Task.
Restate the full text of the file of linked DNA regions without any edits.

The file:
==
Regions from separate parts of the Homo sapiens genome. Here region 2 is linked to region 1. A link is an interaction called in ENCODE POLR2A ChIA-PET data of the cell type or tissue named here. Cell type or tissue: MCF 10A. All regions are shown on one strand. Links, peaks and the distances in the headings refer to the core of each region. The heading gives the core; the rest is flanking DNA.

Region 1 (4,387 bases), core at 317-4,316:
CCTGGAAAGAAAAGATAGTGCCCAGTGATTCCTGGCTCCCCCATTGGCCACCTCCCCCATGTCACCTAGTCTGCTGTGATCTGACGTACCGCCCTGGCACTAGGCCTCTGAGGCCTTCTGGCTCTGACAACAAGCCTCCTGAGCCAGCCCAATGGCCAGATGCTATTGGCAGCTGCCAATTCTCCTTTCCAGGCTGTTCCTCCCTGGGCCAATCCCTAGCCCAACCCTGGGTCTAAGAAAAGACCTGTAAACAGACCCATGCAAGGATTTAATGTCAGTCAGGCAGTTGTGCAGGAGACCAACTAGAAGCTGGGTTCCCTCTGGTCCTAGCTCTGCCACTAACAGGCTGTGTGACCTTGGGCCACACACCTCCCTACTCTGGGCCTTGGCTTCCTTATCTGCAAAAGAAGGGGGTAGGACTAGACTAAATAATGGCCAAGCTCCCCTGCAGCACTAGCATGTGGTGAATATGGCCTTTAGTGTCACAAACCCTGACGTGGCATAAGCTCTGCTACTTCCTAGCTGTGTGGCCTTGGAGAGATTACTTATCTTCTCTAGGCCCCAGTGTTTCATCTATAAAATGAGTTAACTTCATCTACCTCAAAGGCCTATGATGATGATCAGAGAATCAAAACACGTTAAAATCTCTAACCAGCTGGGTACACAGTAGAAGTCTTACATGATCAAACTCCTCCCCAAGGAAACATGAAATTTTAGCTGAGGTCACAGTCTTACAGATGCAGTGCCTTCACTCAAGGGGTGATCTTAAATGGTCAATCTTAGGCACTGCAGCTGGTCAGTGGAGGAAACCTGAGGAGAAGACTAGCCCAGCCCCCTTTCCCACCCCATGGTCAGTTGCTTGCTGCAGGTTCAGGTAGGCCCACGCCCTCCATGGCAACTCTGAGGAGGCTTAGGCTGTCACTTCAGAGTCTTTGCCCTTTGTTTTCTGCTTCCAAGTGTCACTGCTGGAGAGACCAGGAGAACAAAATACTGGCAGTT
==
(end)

Regions from separate parts of the Homo sapiens genome. Here region 2 is linked to region 1. A link is an interaction called in ENCODE POLR2A ChIA-PET data of the cell type or tissue named here. Cell type or tissue: MCF 10A. All regions are shown on one strand. Links, peaks and the distances in the headings refer to the core of each region. The heading gives the core; the rest is flanking DNA.

Region 1 (4,387 bases), core at 317-4,316:
CCTGGAAAGAAAAGATAGTGCCCAGTGATTCCTGGCTCCCCCATTGGCCACCTCCCCCATGTCACCTAGTCTGCTGTGATCTGACGTACCGCCCTGGCACTAGGCCTCTGAGGCCTTCTGGCTCTGACAACAAGCCTCCTGAGCCAGCCCAATGGCCAGATGCTATTGGCAGCTGCCAATTCTCCTTTCCAGGCTGTTCCTCCCTGGGCCAATCCCTAGCCCAACCCTGGGTCTAAGAAAAGACCTGTAAACAGACCCATGCAAGGATTTAATGTCAGTCAGGCAGTTGTGCAGGAGACCAACTAGAAGCTGGGTTCCCTCTGGTCCTAGCTCTGCCACTAACAGGCTGTGTGACCTTGGGCCACACACCTCCCTACTCTGGGCCTTGGCTTCCTTATCTGCAAAAGAAGGGGGTAGGACTAGACTAAATAATGGCCAAGCTCCCCTGCAGCACTAGCATGTGGTGAATATGGCCTTTAGTGTCACAAACCCTGACGTGGCATAAGCTCTGCTACTTCCTAGCTGTGTGGCCTTGGAGAGATTACTTATCTTCTCTAGGCCCCAGTGTTTCATCTATAAAATGAGTTAACTTCATCTACCTCAAAGGCCTATGATGATGATCAGAGAATCAAAACACGTTAAAATCTCTAACCAGCTGGGTACACAGTAGAAGTCTTACATGATCAAACTCCTCCCCAAGGAAACATGAAATTTTAGCTGAGGTCACAGTCTTACAGATGCAGTGCCTTCACTCAAGGGGTGATCTTAAATGGTCAATCTTAGGCACTGCAGCTGGTCAGTGGAGGAAACCTGAGGAGAAGACTAGCCCAGCCCCCTTTCCCACCCCATGGTCAGTTGCTTGCTGCAGGTTCAGGTAGGCCCACGCCCTCCATGGCAACTCTGAGGAGGCTTAGGCTGTCACTTCAGAGTCTTTGCCCTTTGTTTTCTGCTTCCAAGTGTCACTGCTGGAGAGACCAGGAGAACAAAATACTGGCAGTT